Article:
A few years ago, I was out playing golf with some friends. We had decided to play the Overland Park West course that winds through the upscale Nottingham by the Green neighborhood. On this particular afternoon the weather was quite wonderful; 75°, slightly overcast, very light breeze, with mild humidity. We began by taking our tee shots on the first hole.
As with any tee shot, you must always think about your second shot. You must be mindful of trees, traps, hazards, and in the case of this course, houses. The first tee is a long par 5, however, with a strong first shot you’ll give yourself a chance at hitting the green in two as there are no ball hazards near the green.
As I wound up my driver for my first shot, I took a mental note to stay to the left. For beginners, there’s water all along the right side and to the left is a nice landing area in the fairway. I struck the ball very well going little further left than I anticipated, but was still on the far left edge of the fairway. I would have a chance to make it to the green in two with a strong second shot.
For my second shot, I chose to hit my 3 wood. I planted my feet, tensed my grip, and mentally pictured my shot zipping through the air and landing on the green. I really wanted to impress the rest of the group with a beautiful second shot. And boy did I ever hit this ball hard! I mean, I stepped into it and gave it all I had. It was such a well hit shot, except for one small detail. I had shanked it hard to the left and my ball was screaming towards the backside of a well manicured home about 250 yards away. Note to the reader: this particular home had one really big picture window overlooking the golf course.
As Murphy’s Law would have it, my ball smashed through the big, expensive picture window on the back of this home. The rest of my group was stunned as they watched the ball pierce the window so effortlessly, leaving only a small hole near the bottom of the window. I knew this was going to be a costly lesson.
As I drove closer to the home, a gentleman was walking back to the fence holding his poodle in one hand and my golf ball in the other. He told us that he was sitting in his living room watching television, when suddenly, my ball broke through his window, bounced around his room, scared his dog, and finally came to rest under his tv stand.
As it turns out, he was the CEO of a large Overland Park company, and all in all, he was in good spirits about the entire experience. We exchanged business cards and $745.94 later, he had a new window and the cheapest club in my bag, became my most expensive golf club. On the bright side, it provided a great story and a good financial analogy.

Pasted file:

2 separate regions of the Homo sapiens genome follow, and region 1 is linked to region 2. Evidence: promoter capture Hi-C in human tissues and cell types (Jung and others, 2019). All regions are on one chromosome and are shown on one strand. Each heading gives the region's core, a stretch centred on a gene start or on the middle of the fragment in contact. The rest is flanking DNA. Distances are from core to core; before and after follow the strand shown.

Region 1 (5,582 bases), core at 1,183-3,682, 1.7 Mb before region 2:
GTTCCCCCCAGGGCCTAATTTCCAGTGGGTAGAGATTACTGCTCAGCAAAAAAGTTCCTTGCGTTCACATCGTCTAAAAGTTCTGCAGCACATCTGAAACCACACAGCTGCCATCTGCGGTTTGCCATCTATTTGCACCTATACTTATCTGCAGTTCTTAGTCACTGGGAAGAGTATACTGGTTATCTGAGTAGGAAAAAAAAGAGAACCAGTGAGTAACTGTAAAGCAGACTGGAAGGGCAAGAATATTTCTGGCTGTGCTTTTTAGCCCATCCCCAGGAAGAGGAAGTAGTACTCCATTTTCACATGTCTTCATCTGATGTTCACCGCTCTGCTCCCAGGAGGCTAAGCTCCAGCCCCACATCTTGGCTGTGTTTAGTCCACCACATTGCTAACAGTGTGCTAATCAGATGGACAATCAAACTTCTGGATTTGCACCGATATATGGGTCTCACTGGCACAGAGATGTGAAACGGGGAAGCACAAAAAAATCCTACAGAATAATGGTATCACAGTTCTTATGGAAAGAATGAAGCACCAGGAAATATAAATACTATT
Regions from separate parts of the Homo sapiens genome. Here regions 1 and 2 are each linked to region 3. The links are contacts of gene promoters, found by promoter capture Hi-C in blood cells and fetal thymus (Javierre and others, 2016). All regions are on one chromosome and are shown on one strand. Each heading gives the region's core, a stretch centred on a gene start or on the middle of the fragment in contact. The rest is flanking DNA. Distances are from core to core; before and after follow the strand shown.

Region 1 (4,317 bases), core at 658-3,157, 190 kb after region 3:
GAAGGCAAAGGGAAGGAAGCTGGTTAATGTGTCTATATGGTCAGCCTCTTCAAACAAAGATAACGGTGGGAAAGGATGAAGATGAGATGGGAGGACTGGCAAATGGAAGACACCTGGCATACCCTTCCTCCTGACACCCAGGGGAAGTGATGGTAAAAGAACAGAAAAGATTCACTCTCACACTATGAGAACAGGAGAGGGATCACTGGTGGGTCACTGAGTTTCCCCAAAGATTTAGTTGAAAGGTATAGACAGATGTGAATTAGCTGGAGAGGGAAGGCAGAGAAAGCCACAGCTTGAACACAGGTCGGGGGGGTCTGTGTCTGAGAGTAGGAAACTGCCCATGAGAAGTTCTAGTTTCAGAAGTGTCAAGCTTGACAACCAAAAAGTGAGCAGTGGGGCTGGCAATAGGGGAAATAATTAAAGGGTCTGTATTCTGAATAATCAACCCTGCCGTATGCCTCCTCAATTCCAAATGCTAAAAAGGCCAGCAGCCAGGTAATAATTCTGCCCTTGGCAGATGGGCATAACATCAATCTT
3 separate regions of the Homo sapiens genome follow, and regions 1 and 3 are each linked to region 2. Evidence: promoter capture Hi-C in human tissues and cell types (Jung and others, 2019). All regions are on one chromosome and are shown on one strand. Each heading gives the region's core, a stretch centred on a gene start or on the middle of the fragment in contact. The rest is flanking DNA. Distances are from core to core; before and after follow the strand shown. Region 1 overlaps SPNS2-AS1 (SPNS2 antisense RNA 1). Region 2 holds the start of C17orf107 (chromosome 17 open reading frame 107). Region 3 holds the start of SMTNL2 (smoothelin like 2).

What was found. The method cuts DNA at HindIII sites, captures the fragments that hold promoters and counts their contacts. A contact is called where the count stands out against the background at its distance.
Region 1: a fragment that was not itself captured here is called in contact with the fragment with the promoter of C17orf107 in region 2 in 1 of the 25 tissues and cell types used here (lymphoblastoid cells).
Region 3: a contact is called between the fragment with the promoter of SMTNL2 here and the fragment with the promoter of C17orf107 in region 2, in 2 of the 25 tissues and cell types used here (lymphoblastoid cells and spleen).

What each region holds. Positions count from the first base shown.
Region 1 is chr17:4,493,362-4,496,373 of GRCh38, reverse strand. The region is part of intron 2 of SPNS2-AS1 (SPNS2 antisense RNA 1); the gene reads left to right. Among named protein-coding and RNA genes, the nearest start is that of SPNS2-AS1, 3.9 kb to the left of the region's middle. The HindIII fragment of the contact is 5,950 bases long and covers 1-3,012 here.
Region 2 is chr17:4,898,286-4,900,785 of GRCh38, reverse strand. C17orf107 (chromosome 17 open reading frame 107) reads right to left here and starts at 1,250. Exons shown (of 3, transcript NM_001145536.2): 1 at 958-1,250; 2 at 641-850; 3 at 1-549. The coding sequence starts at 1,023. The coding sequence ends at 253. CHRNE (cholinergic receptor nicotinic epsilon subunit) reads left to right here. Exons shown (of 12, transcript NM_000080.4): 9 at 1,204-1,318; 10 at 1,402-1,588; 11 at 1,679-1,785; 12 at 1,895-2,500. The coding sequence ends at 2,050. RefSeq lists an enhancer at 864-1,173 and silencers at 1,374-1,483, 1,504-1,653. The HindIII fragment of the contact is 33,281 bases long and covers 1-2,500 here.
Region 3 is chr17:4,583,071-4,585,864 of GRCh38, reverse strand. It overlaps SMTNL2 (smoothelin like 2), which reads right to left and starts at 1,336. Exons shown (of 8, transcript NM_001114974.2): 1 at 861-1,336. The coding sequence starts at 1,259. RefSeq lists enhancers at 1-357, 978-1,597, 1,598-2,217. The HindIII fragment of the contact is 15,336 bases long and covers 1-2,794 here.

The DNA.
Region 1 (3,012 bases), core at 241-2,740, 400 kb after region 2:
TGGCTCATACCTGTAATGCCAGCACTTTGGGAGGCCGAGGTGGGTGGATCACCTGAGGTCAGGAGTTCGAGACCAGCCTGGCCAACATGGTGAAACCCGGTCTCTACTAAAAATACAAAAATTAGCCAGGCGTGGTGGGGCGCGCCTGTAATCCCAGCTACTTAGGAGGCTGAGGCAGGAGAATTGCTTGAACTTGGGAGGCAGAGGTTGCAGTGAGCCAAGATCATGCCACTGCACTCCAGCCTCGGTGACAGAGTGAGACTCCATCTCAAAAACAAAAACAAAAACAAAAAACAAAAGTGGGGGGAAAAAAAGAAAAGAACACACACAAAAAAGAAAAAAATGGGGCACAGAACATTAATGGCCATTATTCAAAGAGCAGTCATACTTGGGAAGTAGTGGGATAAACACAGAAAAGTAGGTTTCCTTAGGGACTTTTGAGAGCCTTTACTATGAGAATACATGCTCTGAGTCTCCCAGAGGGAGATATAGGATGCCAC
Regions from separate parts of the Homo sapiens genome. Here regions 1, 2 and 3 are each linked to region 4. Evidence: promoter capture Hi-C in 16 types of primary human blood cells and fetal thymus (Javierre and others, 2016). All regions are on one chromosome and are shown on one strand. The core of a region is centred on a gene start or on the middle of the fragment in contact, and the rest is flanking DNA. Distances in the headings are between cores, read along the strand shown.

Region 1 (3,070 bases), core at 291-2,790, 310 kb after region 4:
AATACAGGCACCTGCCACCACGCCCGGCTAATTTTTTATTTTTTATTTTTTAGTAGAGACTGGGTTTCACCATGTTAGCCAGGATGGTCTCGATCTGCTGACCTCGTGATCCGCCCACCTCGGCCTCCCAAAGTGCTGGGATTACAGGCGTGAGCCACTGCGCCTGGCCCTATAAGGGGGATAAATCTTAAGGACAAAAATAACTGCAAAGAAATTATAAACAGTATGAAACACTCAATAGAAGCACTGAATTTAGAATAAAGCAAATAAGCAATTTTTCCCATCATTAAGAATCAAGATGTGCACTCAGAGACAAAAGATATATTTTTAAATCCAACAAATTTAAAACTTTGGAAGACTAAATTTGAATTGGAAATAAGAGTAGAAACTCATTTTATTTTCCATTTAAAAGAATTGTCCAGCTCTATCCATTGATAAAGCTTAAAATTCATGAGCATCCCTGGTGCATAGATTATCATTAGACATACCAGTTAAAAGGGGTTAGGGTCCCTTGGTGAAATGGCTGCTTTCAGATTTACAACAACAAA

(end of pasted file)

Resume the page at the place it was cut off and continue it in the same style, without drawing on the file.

You see, investing in the markets is very much like that big picture window. You can decide to put all of your assets into one portion of the market. However, if that portion of the market gets shattered, your entire portfolio- just like the picture window- is entirely out of service. The lesson I’m highlighting here is one of diversification.
Look at the picture below and imagine, if that big picture window had been made up of nine smaller panes. For starters, my lesson would have been much less expensive and when my golf ball broke through the window, only one pane would have needed replacement.
If the market, let’s say, breaks down in the Small Cap Value portion of the market, you still have eight other areas where your money is diversified in the stock market. This diversified portfolio is much better suited to weather the ups and downs of the stock market over the long run.
Over the years, I’ve seen investors commit a substantially large percentage of their stock investments to one idea (i.e. technology, foreign investments, gold, real estate, small caps, etc.) or just in one company. The lesson to learn is diversification plays a key role in long-term wealth protection and wealth creation for your investments. Or, more simply said:
Never own enough of one thing to make a killing in it;
Never own enough of one thing to get killed by it.